What makes us become enchanted with these characters? I ask myself this often as I’m watching a film or movie. I see them as heroes personally, and the OED defines them as such, so what’s the problem? This is also a question to be answered personally, but I think I understand. These characters do things that we cannot imagine ourselves doing. Deep down, we want to see justice served, and despite the fact we as a society may have to readjust our moral code in order to watch it happen is beyond the fact. We also need to remember this is fiction. Any interference in the law in the real world would turn out in a massive manhunt to put down whoever dare assault the system.
This new genre of heroes is an interesting one to say the least. Frank Miller’s “Batman” has been around for a long time and is by no means new, but the ideas that started in Batman (and before him, an example being the story of Robin Hood) are becoming more and more common. Asking ourselves what is good and what is evil makes sense in the current world we live in, and with that comes the action of questioning who our heroes truly are. According to the OED, the spectrum is broad, as are our own personal definitions.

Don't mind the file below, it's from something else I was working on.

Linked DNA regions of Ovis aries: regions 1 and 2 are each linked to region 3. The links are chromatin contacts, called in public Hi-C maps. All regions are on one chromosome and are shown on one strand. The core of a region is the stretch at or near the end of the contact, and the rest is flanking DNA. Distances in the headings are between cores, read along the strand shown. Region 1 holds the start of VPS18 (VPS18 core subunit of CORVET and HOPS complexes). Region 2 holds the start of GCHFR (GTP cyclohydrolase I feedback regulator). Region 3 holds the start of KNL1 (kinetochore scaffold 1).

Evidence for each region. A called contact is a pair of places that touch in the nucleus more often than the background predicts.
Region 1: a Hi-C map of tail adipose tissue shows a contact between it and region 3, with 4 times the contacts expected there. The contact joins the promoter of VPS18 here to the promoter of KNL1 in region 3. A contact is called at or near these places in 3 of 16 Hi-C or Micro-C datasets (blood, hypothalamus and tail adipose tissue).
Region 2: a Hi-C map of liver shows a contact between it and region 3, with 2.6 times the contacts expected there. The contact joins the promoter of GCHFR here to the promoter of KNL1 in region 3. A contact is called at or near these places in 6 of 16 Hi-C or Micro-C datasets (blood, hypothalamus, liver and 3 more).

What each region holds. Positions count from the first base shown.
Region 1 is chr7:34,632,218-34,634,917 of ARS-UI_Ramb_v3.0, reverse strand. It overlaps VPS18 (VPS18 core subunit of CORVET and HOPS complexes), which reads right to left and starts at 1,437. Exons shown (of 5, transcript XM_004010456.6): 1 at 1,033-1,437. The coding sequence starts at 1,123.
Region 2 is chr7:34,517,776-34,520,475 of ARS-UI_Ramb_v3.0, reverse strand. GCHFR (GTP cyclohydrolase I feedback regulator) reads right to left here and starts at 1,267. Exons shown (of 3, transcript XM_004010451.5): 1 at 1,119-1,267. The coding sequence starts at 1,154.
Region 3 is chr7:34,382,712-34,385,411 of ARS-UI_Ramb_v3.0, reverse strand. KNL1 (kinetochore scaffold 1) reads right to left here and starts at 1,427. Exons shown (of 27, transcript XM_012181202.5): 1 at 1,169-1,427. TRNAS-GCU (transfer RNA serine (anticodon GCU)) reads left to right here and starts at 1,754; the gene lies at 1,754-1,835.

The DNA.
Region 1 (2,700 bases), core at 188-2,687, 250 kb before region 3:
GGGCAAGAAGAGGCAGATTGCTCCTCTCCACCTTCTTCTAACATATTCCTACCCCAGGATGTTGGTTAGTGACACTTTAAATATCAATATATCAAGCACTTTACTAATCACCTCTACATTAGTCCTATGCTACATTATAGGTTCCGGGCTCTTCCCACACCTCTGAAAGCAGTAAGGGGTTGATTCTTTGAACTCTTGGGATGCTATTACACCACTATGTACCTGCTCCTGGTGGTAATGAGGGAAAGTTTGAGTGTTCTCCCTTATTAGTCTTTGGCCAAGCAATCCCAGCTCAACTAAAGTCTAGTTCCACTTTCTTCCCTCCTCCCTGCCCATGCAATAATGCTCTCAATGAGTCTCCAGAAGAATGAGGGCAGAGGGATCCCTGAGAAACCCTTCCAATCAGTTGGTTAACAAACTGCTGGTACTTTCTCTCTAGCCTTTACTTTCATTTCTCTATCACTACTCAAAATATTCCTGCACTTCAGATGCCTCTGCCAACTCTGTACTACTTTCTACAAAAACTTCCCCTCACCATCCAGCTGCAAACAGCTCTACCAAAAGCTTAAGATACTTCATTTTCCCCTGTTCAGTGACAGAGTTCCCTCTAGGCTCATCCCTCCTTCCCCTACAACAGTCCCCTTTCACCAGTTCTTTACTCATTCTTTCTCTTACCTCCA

“Hero” OED Online. OED Online: Oxford University Press, 1, December, 2012. http://www.oed.com.cat1.lib.trentu.ca:8080/view/Entry/86297?rskey=UXZ4yK&result=1&isAdvanced=false
Humphreys, Sara. Lecture. November 2012.
Miller, Frank. The Dark Knight Returns. New York: DC Comics, 1986.
The Dark Knight Rises.Dir. Christopher Nolan. Perf. Christian Bale, Tom Hardy, Joseph Gordon Levitt, Gary Oldman, Anne Hathaway and Michael Caine. Warner Brothers Pictures, 2012. Film.
Dexter. Writ. Jeff Lindsay and James Manos Jr. Dir. Steve Shill. Showtime Networks, 2006-2012.